Keywords

Macaca fascicularis Copulation calls Sexual signal Female reproductive status Male dominance status Ejaculation Consortships Estrogens Progestogens Faecal hormones 

Introduction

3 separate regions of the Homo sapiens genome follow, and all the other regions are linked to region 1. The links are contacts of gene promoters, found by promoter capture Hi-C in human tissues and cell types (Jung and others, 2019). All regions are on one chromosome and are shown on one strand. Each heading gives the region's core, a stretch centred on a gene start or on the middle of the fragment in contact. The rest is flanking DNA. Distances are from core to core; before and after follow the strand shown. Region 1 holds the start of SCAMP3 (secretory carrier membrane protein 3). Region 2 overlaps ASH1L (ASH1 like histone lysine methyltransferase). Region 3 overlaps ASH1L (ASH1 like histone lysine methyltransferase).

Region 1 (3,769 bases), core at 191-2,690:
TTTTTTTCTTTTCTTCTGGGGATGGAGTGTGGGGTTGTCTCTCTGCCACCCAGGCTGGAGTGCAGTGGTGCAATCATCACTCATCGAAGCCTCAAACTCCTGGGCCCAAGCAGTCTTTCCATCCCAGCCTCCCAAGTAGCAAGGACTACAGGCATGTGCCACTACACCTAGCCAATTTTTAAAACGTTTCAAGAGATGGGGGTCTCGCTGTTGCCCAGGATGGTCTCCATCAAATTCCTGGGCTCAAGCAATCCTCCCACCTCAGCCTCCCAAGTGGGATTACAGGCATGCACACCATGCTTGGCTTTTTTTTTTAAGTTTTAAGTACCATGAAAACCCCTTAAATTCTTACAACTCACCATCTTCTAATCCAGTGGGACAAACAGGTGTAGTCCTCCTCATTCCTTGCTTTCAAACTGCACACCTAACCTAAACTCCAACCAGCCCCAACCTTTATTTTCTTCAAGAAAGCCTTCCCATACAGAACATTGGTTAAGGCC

In many animal taxa, sexual selection has led to the development of sexual signals, which either serve mate attraction (e.g. birds: Grant and Grant 1987; Hill 1991; Saetre et al. 1995; frogs: Gerhardt 1991), intrasexual competition for mates (e.g. primates: Kitchen et al. 2005) or both (e.g. lions: West and Packer 2002). In the vast majority of species, sexual signals are mainly exhibited by males as a result of male–male reproductive competition. In a few species, however, females have evolved conspicuous sexual signals, either due to a sex role reversal (pipefish, Syngnathus typhle, Berglund et al. 1997; Berglund and Rosenqvist 2001) or because males exhibit mate choice (crested auklets, Aethia cristatella, Jones and Hunter 1993, 1999; barn owls, Tyto alba, Roulin et al. 2000, 2001; blue-footed boobies, Sula nebouxii, Torres and Velando 2005).